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ICASA 2013

Acceptability and Uptake of Repeat Home-based HIV Counselling and Testing in Rural South Africa. Preliminary Data of the ANRS 12249 TasP Trial

vendredi 6 décembre 2013
Mis à jour le vendredi 6 décembre 2013

Presented at the 17th International Conference on AIDS and STIs in Africa (ICASA) in December 2013.

Authors

Joseph Larmarange1,2 Joanna Orne-Gliemann3 Collins Iwuji1 John Imrie1,4 France Lert5 François Dabis3 Marie-Louise Newell1,6 for the ANRS 12249 TasP Study Group

  1. Africa Centre for Health and Population Studies, University of KwaZulu-Natal, South Africa.
  2. Centre Population et Développement (CEPED UMR 196 Université Paris Descartes Ined IRD), France.
  3. INSERM / University of Bordeaux Segalen, ISPED, Centre Inserm U897- Épidemiologie-Biostatistique, France.
  4. Centre for Sexual Health and HIV Research, University College of London, United Kingdom.
  5. CESP (Inserm Unité 1018), Villejuif, France.
  6. Faculty of Medicine, University of Southampton, United Kingdom.

Abstract

Background

The ANRS 12249 Treatment as Prevention (TasP) trial is assessing whether HIV testing of all members of a community, followed by immediate ART initiation of all HIV-infected individuals, regardless of immunological or clinical staging, will prevent onward sexual transmission and reduce HIV incidence in the same population. The implementation of universal and repeat home-based HIV testing is not documented yet in a high HIV incidence and prevalence context.

Methods

A cluster-randomised trial is implemented using a phased-approach in the Hlabisa sub-district (KwaZulu Natal, South Africa) where more than 20% of adults are living with HIV. The trial started in March 2012 ; ten clusters are implemented in the first phase to assess the feasibility and acceptability of the two consecutive interventions (test then treat). The HIV testing strategy consists in a large range of community and clinic HIV testing options including the implementation of 6-monthly rounds of home-based HIV counselling and testing by dedicated counsellors. At each home visit, trial participants are administered individual questionnaires and offered a rapid HIV test.

Results

As of April 30, 2013, 6 907 eligible subjects (16 years or above) were registered in six clusters and 5 122 (74%) were contacted. HIV status of 3 923 (76.5% of those contacted) was ascertained, 3 256 accepting the rapid HIV test at home and 667 being already aware of their HIV-positive status. We will present updated data from the first four trial clusters, where all eligible members of the community will have been offered three rounds of home-based HIV testing within 18 months. Uptake of HIV testing at each round will be reported. Uptake of repeat HIV testing will be measured among those testing HIV-negative at first round and who accept repeat HIV testing at rounds 2 and 3. We will also describe the reasons for HIV test refusal. Finally, we will present participants’ attitudes regarding repeat HIV testing, and changes between rounds 1 and 3.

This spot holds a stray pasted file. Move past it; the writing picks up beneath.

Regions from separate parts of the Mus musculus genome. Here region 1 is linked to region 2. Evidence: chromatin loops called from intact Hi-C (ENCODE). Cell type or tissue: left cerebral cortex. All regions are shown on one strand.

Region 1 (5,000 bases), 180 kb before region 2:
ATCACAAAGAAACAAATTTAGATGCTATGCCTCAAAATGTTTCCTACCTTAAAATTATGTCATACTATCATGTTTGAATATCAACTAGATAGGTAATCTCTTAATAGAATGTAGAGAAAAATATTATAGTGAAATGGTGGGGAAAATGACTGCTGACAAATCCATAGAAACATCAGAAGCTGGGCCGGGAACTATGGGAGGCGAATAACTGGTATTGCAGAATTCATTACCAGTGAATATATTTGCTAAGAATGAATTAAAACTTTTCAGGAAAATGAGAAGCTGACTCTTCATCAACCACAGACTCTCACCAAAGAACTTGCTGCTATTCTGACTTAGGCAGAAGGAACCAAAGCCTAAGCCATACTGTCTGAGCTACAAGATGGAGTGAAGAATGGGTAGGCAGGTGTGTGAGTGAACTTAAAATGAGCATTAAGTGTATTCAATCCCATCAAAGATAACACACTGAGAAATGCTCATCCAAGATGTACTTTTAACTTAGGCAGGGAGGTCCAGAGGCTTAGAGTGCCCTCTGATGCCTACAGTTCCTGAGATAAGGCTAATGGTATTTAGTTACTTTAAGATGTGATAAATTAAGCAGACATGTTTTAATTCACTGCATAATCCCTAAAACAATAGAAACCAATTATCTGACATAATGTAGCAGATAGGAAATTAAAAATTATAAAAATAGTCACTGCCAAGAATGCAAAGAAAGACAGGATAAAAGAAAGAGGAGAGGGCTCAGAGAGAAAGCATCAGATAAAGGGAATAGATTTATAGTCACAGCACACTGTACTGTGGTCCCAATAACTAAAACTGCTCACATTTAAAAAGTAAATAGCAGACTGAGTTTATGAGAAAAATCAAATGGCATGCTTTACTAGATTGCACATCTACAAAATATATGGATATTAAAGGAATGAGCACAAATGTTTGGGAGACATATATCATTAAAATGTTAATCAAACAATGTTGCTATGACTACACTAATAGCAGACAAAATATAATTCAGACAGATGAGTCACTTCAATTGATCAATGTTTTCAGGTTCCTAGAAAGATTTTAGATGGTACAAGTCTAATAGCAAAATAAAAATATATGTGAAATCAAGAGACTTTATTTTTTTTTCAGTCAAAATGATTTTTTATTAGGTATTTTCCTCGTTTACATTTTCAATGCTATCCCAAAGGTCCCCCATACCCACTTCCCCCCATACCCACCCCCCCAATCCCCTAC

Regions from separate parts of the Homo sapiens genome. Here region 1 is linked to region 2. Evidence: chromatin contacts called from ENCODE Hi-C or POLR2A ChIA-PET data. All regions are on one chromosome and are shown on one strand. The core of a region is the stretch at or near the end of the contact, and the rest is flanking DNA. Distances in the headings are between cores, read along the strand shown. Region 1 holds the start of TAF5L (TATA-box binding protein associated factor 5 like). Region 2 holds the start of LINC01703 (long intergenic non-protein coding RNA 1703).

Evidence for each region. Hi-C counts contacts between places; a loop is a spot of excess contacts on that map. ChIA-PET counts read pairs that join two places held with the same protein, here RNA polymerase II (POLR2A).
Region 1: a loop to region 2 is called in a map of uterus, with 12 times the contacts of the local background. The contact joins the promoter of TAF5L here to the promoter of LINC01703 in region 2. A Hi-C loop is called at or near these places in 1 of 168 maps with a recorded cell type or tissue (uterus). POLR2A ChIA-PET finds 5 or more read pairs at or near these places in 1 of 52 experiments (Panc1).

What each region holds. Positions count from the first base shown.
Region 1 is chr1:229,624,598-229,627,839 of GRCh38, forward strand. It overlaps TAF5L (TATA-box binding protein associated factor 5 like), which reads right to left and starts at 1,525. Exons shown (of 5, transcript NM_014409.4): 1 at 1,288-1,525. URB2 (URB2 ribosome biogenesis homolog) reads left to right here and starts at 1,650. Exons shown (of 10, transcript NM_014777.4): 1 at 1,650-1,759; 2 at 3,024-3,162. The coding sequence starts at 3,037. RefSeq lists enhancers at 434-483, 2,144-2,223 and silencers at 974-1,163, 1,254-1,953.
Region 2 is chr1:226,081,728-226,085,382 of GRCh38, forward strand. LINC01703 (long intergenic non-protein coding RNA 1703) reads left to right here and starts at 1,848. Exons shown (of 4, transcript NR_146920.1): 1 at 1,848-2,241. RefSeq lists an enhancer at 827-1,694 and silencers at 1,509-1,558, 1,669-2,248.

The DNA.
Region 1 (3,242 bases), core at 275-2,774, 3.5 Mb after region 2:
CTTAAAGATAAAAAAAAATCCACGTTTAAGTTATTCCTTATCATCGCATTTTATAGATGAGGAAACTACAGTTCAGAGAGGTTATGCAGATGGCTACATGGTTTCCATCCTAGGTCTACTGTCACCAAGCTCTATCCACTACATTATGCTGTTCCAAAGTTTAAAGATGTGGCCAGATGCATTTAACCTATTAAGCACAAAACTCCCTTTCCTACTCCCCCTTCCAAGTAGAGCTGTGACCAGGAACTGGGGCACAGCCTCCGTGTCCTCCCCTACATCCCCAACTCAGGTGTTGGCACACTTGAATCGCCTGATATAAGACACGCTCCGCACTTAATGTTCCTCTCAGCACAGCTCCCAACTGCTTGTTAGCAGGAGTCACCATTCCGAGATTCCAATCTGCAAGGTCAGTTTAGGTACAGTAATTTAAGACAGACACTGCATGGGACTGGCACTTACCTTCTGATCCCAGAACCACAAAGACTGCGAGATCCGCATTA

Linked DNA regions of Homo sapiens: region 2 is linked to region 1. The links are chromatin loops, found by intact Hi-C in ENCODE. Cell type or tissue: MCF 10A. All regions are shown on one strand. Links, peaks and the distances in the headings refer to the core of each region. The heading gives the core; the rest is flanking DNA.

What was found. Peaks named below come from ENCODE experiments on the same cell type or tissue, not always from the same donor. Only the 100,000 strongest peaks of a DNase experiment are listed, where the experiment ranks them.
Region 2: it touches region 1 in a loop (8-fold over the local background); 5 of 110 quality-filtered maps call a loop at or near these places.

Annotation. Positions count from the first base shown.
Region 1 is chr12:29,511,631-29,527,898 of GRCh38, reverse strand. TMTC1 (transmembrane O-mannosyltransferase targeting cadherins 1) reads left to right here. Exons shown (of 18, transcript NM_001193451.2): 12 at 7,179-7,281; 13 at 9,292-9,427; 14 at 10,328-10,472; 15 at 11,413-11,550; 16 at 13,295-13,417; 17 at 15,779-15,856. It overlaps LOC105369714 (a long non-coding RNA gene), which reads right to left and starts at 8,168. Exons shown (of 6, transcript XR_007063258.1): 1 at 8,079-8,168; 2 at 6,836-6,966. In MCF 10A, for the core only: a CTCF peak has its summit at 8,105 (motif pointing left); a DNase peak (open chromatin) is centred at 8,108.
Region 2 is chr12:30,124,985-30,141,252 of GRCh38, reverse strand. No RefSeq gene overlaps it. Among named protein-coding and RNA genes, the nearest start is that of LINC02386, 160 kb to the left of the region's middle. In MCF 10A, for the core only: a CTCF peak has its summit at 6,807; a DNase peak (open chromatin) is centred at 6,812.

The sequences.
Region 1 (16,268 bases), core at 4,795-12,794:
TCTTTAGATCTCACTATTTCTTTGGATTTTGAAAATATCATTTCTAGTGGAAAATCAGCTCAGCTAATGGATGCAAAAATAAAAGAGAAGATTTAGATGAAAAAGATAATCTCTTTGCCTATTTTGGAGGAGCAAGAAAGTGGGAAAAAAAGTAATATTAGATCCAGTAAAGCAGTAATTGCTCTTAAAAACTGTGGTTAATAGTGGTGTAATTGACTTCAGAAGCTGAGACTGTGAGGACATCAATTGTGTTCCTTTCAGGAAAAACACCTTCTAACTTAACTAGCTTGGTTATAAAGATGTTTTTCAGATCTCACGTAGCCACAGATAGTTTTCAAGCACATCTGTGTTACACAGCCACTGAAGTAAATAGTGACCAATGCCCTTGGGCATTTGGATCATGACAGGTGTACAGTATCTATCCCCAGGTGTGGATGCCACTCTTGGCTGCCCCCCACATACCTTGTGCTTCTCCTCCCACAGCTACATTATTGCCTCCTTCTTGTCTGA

Conclusions

Acceptance of regular and frequent HIV testing is key to the community-based efficacy of treatment as prevention initiatives in settings with very high incidence. Our data will provide first indications of whether repeat home-based HIV testing is acceptable and feasible in such a rural South African region.

Reference

Larmarange Joseph, Orne-Gliemann Joanna, Iwuji Collins, Imrie John, Lert France, Dabis François, Newell Marie-Louise et ANRS 12249 TasP Study Group (2013) « Acceptability and Uptake of Repeat Home-based HIV Counselling and Testing in Rural South Africa. Preliminary Data of the ANRS 12249 TasP Trial » (poster n°2406992), présenté à 17th International Conference on AIDS and STIs in Africa (ICASA), Cape Town.

Voir en ligne : ICASA website

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